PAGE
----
Steelers' O'Donnell could move to greener pastures

THE BALTIMORE SUN

If quarterback Neil O'Donnell takes Pittsburgh to the Super Bowl next month, it could be his last game in a Steelers uniform.

O'Donnell will be a free agent at the end of the season, and his agent, Leigh Steinberg, might be able to persuade a team to give him a deal in the $4 million-a-year range if he has a Super Bowl on his resume. If that happens, it's likely the Steelers would drop out of the bidding.

Although Steelers president Dan Rooney won't address O'Donnell's future specifically, he said, "I believe in the salary cap."

Rooney doesn't like the gimmicks that teams are using to get around the cap. He follows the letter and spirit of the cap.

If what happened this year is an omen, more teams might start following that philosophy.

Spending big money hasn't necessarily produced results this year. Look at the Miami Dolphins, who brought in several free agents, including tight end Eric Green, who was lured from Pitts

burgh with a $12 million deal. The Dolphins haven't meshed as a team, and their inept play may get coach Don Shula fired.

DTC Then there's cornerback Deion Sanders, who got the ballyhooed $35 million deal from Cowboys owner Jerry Jones but hasn't stopped the team from going 2-2 in its past four games.

San Francisco showed how to neutralize Sanders by putting its best receiver in the slot, and Washington copied it last week in upsetting the Cowboys.

Redskins tight end Scott Galbraith, a former Cowboy said: "Their problem is that [defensive coordinator Dave] Campo has tried to [create] some more man-to-man situations to allow Deion to do his deal, and it [messed] up the whole defense. Their linebackers aren't the brightest people, and they get confused."

When the Redskins put their best receiver, Henry Ellard, in the slot, Sanders was left covering such notables as rookie Jamie Asher and Olanda Truitt, who was selling cars a few weeks ago.

Asked Galbraith: "That's what you pay a guy $40 million for? To stop a rookie who was inactive the first nine games?"

Rumor du jour

Football teams usually get upset when irresponsible rumors are broadcast about their teams.

But the Tampa Bay Buccaneers have no complaints about the false rumors that were broadcast in several cities last week that they're negotiating with Cleveland officials about moving there.

Even though no talks have taken place, the Bucs hope the reports might persuade Tampa to come up with a stadium proposal or even get Cleveland thinking about luring another team.

So far, though, Cleveland officials still are trying to save the Browns instead of stealing another team. They're even convening a meeting of mayors from around the country this week.

The NFL also is providing no help because it continues to take the position that the Browns are still in Cleveland, so league officials won't encourage the city to lure another team. The subject wasn't even mentioned Thursday with Cleveland Mayor Michael White met with league officials.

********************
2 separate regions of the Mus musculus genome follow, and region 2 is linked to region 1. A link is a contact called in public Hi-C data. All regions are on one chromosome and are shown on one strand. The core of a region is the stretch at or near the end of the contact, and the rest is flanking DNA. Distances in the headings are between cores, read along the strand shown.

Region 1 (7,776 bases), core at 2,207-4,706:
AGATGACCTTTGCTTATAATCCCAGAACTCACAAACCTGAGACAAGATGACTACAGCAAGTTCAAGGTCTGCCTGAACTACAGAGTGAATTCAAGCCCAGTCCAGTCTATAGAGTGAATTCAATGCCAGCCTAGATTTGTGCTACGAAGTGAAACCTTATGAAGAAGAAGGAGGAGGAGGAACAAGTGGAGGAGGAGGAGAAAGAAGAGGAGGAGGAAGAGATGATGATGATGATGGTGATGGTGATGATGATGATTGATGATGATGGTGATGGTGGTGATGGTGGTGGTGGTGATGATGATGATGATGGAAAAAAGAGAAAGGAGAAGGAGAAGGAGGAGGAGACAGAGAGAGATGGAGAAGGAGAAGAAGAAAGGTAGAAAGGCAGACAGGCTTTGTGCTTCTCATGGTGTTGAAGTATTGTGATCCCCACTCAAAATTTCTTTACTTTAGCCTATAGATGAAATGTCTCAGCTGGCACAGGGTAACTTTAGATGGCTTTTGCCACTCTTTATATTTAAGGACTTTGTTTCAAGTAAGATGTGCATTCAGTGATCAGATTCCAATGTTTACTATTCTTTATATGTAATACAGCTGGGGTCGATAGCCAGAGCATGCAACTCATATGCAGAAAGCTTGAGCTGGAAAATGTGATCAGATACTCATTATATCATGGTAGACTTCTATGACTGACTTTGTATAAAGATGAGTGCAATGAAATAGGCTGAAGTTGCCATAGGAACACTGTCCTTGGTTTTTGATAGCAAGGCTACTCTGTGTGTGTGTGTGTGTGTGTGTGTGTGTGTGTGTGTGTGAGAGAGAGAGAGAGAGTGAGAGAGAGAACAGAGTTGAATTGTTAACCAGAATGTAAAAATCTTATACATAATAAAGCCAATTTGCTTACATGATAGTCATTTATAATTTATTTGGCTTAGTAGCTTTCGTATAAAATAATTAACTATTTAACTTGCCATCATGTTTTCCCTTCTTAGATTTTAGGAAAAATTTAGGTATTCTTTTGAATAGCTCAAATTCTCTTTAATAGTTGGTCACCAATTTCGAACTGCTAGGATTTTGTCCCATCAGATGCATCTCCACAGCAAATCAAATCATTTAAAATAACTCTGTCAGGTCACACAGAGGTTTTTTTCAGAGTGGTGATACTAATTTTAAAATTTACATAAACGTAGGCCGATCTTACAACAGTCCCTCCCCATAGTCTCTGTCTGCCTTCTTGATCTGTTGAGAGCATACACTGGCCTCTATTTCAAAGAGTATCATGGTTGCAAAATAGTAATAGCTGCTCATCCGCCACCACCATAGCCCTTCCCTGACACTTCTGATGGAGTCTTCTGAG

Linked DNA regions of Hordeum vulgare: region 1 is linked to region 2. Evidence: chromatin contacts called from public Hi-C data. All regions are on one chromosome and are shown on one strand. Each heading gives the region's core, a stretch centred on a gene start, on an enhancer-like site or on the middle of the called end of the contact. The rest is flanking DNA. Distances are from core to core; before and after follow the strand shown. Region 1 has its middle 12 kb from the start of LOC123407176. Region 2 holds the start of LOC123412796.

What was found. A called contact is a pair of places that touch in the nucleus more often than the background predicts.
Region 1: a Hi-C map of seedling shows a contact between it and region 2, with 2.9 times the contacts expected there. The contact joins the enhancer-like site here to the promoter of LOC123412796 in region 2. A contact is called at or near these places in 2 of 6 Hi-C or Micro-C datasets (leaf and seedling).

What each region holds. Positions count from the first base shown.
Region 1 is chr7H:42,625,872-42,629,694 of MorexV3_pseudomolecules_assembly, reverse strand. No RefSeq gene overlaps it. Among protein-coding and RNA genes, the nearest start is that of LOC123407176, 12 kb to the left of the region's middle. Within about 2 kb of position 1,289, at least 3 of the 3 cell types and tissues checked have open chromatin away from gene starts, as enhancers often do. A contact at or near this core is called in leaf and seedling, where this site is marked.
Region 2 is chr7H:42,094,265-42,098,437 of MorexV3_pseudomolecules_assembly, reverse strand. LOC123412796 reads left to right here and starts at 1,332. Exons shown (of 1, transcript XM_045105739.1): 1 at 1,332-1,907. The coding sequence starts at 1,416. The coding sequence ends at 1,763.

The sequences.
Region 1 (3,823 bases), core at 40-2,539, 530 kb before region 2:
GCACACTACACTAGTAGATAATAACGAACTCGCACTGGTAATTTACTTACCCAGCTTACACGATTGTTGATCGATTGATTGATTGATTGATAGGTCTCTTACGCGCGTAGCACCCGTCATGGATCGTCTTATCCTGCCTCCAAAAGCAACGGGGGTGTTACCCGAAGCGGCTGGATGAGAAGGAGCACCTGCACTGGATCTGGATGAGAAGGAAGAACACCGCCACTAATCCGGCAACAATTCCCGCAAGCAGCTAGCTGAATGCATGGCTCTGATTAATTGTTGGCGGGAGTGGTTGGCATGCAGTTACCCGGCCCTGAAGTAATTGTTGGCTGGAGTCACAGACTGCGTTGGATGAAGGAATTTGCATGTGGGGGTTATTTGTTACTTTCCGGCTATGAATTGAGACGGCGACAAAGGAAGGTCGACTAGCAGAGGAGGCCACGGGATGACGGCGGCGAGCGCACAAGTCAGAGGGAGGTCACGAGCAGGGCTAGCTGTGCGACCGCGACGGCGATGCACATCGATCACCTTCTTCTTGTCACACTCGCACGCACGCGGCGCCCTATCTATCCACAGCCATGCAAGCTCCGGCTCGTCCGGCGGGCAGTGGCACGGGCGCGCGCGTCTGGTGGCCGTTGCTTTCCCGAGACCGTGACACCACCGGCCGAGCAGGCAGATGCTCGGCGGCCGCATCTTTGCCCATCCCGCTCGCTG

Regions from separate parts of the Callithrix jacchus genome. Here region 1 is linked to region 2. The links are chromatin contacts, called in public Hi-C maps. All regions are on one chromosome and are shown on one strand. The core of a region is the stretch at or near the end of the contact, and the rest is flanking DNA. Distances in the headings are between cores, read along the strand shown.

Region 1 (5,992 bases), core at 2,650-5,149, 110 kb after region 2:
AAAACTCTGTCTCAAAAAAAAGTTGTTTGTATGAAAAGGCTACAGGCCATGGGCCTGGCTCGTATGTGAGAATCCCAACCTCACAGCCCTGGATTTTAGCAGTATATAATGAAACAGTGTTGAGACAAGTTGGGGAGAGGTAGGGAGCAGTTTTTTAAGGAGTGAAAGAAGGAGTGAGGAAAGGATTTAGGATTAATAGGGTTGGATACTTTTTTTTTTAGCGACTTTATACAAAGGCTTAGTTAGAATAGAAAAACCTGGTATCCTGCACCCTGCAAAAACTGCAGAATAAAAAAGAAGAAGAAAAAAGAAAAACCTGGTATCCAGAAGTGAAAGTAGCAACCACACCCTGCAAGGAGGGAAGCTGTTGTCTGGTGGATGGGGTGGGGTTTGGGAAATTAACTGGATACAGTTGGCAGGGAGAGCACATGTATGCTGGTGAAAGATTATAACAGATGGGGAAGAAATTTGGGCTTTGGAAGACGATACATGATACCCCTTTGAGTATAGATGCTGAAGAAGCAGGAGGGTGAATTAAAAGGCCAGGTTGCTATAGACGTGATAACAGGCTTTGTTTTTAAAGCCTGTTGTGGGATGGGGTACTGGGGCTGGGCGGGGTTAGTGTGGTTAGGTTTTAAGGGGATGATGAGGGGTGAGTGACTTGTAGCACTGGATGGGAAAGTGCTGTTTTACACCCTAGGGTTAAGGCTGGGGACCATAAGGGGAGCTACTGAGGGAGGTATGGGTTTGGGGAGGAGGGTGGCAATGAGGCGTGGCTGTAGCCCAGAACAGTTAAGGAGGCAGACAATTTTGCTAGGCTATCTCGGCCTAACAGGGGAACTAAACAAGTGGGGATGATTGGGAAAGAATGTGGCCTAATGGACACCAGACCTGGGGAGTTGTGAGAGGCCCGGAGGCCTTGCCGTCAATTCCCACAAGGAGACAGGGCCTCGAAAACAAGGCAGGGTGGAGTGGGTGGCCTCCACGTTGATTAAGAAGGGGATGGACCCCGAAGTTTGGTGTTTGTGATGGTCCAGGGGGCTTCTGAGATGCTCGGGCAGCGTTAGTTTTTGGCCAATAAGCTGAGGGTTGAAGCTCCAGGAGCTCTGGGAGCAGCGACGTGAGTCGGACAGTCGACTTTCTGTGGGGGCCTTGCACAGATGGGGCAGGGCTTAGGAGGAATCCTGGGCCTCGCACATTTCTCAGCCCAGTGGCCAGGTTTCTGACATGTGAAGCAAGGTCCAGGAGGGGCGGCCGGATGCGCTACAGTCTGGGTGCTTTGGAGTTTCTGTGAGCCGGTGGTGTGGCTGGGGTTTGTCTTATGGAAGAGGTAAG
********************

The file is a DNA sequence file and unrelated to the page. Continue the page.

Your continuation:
Cleveland also continues to stick to its idea of renovating Cleveland Stadium. What it needs is a plan for a new stadium.

Meanwhile, Cleveland has added a new supporter -- Henry Kissinger.

The former secretary of state, who once attended a practice with owner Art Modell, said: "I'm absolutely amazed because I always thought he was wedded to Cleveland. I don't know where the mistake was made because I never thought that it had occurred to him to leave Cleveland."

Two-team state?

Now that Washington owner Jack Kent Cooke apparently has a deal to build a stadium in Landover, it's popular to say that Maryland will have two NFL teams once the Browns move.

But even if the Redskins get that stadium, they'll still be a Virginia team 11 months a year because their training facility will remain in Ashburn. The only time they'll spend in Maryland except on game days will be when they go to Frostburg for training camp.

Cooke, 83, also said last week that Norv Turner will be the coach and Charley Casserly the general manager when they get their )) new stadium.

"Norv Turner is going to be the coach of the Redskins for the rest of my life and I intend to live to be 100. It's the same with Charley Casserly," Cooke said.

Cooke seems to be overlooking Turner's 7-22 record.

Who's the boss?

The Indianapolis Colts are releasing little information about the condition of owner Bob Irsay, who suffered a stroke.

It's uncertain who will run the club in his absence. The team has three vice presidents -- Jim Irsay, Bob's son and a vice president and general manager; Bill Tobin, a vice president and director of football operations; and, Michael Chernoff, vice president and general counsel. The future of coach Ted Marchibroda is up in the air because nobody knows who will decide whether his contract will be extended. It expires at the end of this season.

Losing the bet

San Francisco coach George Seifert, who played at Utah, and quarterback Steve Young, who played at Brigham Young, had a friendly wager on the Utah-BYU game. When Utah won, 34-17, Young had to send $500 to the Utah Alumni Association.

"Now I get preferred parking at all University of Utah sporting events," Young said.

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